Mr Eseme Eyibo is the chairman of the Cross River Basin Authority and the dean, Committee of Chairmen, River Basin Authorities. In this interview, the former spokesman of the House of Representatives spoke on his plan for the Cross River Basin Authority and how he hopes to work with other chairmen to deliver on the organisation’s mandate.
What roles are River Basin Authorities playing in Federal Government’s efforts to boost agriculture?
River Basin Authorities have huge roles to play in boosting agriculture in Nigeria. Before now, agriculture was the main stay of the nation’s economy.It was in an attempt to step up agricultural development in Nigeria that the Federal Government created the River Basin Development Authority. But due to poor leadership in the past, the potentials of the Basins were not maximised. Now, things are changing. The River Basins are a special purpose vehicle to develop a comprehensive surface and underground water resources management that will enhance the utilisation of our nation’s land resources and the corresponding development of ancillary infrastructure for the benefit of the people.
The current government has the political will to boost agriculture, and that is why President Muhammadu Buhari chose very qualified persons to chair the Boards of the Basin Authorities.
Also, the Minister of Water Resources, Engineer Suleiman Adamu and the permanent secretary in the ministry, Musa Ibrahim, are doing their best to ensure that we succeed and that the Basins perform.
Take a look at the National Water Bill. It has been there at the National Assembly for a very long time, but the current minister decided to activate and give it accelerated pursuit. Now, it has been passed at the House of Reps and the Senate is also working on it.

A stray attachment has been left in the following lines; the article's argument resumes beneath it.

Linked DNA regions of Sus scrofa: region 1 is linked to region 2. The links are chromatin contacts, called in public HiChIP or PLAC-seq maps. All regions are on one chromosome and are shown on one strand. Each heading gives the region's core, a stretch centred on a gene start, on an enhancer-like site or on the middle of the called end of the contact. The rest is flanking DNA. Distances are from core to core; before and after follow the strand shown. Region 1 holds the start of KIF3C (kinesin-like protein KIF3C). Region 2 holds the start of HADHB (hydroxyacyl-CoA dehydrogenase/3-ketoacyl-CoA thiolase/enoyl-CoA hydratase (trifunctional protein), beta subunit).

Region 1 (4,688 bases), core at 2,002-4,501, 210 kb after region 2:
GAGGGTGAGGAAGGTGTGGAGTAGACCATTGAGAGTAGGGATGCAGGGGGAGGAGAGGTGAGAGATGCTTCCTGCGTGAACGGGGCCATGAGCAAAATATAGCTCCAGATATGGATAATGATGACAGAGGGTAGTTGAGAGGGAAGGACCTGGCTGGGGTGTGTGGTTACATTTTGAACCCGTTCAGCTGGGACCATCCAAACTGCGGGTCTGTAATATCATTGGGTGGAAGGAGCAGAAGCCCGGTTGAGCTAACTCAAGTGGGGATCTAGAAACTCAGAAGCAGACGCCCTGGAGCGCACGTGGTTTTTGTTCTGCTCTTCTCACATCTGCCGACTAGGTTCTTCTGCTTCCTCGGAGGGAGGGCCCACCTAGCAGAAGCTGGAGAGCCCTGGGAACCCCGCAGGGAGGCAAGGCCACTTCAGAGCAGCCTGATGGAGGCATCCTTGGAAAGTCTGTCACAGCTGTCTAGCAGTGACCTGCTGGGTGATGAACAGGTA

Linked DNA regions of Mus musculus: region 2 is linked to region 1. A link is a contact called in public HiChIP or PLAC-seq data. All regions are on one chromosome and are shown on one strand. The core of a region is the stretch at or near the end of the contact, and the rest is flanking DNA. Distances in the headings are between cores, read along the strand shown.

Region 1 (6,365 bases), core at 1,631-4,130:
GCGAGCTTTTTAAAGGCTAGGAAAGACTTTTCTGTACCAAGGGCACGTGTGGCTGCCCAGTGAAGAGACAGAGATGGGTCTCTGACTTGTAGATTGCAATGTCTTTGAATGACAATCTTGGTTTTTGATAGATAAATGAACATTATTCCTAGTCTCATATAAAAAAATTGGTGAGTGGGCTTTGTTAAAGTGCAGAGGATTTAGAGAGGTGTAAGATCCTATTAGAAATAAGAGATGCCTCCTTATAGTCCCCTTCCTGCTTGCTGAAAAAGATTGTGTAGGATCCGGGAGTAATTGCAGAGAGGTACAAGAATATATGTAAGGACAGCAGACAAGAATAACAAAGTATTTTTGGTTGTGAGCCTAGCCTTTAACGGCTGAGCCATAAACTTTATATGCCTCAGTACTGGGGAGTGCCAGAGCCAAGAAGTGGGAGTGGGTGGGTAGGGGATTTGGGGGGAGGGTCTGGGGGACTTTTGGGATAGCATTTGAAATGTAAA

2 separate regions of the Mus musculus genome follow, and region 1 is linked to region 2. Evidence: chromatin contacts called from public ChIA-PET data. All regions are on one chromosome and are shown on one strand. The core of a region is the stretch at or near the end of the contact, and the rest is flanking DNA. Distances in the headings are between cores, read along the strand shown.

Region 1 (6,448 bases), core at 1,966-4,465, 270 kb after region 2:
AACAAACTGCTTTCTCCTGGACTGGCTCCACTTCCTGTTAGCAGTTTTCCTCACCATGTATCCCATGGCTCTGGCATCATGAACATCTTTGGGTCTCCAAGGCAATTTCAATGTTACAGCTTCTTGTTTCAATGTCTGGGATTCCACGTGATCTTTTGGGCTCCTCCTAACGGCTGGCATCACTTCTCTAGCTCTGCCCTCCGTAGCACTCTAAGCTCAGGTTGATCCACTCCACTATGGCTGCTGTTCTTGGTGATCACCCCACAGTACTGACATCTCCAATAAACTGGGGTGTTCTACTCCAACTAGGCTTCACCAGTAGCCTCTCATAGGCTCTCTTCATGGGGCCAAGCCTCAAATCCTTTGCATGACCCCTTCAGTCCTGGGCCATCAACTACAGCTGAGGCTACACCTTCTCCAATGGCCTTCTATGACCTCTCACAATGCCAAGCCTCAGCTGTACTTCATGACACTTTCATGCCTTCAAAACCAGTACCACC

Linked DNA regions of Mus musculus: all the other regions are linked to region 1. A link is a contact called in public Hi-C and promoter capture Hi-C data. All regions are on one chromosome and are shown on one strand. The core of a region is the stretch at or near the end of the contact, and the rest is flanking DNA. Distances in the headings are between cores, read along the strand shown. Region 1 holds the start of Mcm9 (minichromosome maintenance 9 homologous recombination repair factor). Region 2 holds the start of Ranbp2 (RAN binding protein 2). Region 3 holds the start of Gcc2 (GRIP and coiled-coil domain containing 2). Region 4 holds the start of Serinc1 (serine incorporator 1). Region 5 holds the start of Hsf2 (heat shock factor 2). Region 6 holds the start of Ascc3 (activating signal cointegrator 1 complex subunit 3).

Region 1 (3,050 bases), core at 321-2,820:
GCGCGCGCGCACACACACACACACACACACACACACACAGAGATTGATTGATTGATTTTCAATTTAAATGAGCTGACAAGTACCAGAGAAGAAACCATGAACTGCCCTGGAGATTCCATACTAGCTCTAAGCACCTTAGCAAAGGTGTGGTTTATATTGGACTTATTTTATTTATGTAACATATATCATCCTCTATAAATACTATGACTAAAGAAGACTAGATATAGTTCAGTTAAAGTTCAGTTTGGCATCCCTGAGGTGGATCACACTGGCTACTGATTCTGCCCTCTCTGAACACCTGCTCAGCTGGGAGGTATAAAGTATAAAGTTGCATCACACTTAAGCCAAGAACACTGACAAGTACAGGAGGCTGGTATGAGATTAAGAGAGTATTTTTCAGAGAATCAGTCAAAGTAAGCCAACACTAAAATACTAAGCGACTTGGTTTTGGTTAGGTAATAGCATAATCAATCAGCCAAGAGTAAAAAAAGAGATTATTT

What is the import of the bill?
In the Cross River Basin Development Authority, for instance, we have a dam in Obudu. The Cross Rivers State Government pumps water from that dam into its water treatment plant and distributes to the people and they pay for it. But with the National Water Bill, the dam will be partially commercialised and the Cross River State Government will now be an off-taker. We will sell and make money. The bill will also take care of many other issues. There are so many dams in this country which developed but later shrunk due to lack of attention. And that is because wrong people were put in right places.
But now, there is a determination in River Basin Authorities to change things for the better. We have a performance bond. All the River Basin Authorities are under a performance bond, and that means it is no longer business as usual.
Immediately we were inaugurated, the minister urged us to think outside the box. He even put together a retreat to discuss on practical things that would add value to the River Basins, and by extension, the lives of Nigerians. The chairmen of the boards resolved to allow the system to work. There is constructive synergy going on to enable us give back to the people.
Today, agriculture is no longer mechanised. It is technology- driven. We have renewable energy, smart climate change, where you would have perennial water from the dam and the downstream is irrigation. So you could have horticulture, aqua-culture, green fields so that at the end of the day, we will be able to ensure that we don’t only have food enough for the people, we will also go into the issue of processing. We have the largest land titles. What are we using all the River Basins for? We must review that situation.
How is the Cross River Basin Authority going to harness resources to boost food production?
First of all, we need to get the people to buy into the project because you cannot do anything without the people. Once you bring the people in, you create a safety net, and in it you have to create a portfolio for clusters of cooperatives. Take aqua-culture for example – the man who is farming his fish sells it off at a cheap rate because of lack of storage facility, to a man who owns a point-and-kill joint. The point-and-kill spot owner makes more money, about N4,500 per kilo. And when you look at what he has put in, his profit is heavily maxi